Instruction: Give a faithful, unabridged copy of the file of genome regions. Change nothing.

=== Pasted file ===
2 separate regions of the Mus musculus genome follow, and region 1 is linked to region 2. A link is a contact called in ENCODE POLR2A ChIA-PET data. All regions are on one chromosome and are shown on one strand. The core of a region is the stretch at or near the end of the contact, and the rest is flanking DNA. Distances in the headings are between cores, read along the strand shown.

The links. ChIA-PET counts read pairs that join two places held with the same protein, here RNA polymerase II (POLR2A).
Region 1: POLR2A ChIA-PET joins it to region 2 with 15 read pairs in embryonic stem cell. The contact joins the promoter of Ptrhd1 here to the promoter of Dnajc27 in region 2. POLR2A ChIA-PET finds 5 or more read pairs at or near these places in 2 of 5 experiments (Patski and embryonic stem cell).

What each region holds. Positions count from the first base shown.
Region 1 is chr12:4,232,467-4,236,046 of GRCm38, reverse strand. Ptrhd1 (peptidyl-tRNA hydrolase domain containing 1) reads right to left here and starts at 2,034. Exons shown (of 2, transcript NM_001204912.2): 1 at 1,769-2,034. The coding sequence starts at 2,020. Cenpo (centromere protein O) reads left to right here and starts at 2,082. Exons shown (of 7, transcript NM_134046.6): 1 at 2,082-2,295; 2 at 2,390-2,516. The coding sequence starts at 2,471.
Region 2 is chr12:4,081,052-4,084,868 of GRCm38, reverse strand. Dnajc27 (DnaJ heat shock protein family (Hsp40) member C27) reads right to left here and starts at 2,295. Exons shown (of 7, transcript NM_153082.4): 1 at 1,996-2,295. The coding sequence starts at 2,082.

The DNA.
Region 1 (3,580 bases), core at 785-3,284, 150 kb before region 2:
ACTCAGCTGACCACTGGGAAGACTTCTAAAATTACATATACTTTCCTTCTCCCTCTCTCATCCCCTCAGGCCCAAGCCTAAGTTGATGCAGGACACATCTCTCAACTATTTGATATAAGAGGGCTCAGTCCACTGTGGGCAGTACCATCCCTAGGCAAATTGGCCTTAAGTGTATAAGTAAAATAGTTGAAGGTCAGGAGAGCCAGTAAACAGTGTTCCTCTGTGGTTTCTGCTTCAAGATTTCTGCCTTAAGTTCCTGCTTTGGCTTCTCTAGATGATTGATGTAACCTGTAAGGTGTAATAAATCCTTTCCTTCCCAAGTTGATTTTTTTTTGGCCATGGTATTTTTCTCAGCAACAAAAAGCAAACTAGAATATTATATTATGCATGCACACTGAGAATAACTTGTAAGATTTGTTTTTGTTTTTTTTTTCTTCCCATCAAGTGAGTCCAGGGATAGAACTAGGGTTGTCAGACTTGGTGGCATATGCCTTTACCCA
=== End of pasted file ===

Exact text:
2 separate regions of the Mus musculus genome follow, and region 1 is linked to region 2. A link is a contact called in ENCODE POLR2A ChIA-PET data. All regions are on one chromosome and are shown on one strand. The core of a region is the stretch at or near the end of the contact, and the rest is flanking DNA. Distances in the headings are between cores, read along the strand shown.

The links. ChIA-PET counts read pairs that join two places held with the same protein, here RNA polymerase II (POLR2A).
Region 1: POLR2A ChIA-PET joins it to region 2 with 15 read pairs in embryonic stem cell. The contact joins the promoter of Ptrhd1 here to the promoter of Dnajc27 in region 2. POLR2A ChIA-PET finds 5 or more read pairs at or near these places in 2 of 5 experiments (Patski and embryonic stem cell).

What each region holds. Positions count from the first base shown.
Region 1 is chr12:4,232,467-4,236,046 of GRCm38, reverse strand. Ptrhd1 (peptidyl-tRNA hydrolase domain containing 1) reads right to left here and starts at 2,034. Exons shown (of 2, transcript NM_001204912.2): 1 at 1,769-2,034. The coding sequence starts at 2,020. Cenpo (centromere protein O) reads left to right here and starts at 2,082. Exons shown (of 7, transcript NM_134046.6): 1 at 2,082-2,295; 2 at 2,390-2,516. The coding sequence starts at 2,471.
Region 2 is chr12:4,081,052-4,084,868 of GRCm38, reverse strand. Dnajc27 (DnaJ heat shock protein family (Hsp40) member C27) reads right to left here and starts at 2,295. Exons shown (of 7, transcript NM_153082.4): 1 at 1,996-2,295. The coding sequence starts at 2,082.

The DNA.
Region 1 (3,580 bases), core at 785-3,284, 150 kb before region 2:
ACTCAGCTGACCACTGGGAAGACTTCTAAAATTACATATACTTTCCTTCTCCCTCTCTCATCCCCTCAGGCCCAAGCCTAAGTTGATGCAGGACACATCTCTCAACTATTTGATATAAGAGGGCTCAGTCCACTGTGGGCAGTACCATCCCTAGGCAAATTGGCCTTAAGTGTATAAGTAAAATAGTTGAAGGTCAGGAGAGCCAGTAAACAGTGTTCCTCTGTGGTTTCTGCTTCAAGATTTCTGCCTTAAGTTCCTGCTTTGGCTTCTCTAGATGATTGATGTAACCTGTAAGGTGTAATAAATCCTTTCCTTCCCAAGTTGATTTTTTTTTGGCCATGGTATTTTTCTCAGCAACAAAAAGCAAACTAGAATATTATATTATGCATGCACACTGAGAATAACTTGTAAGATTTGTTTTTGTTTTTTTTTTCTTCCCATCAAGTGAGTCCAGGGATAGAACTAGGGTTGTCAGACTTGGTGGCATATGCCTTTACCCA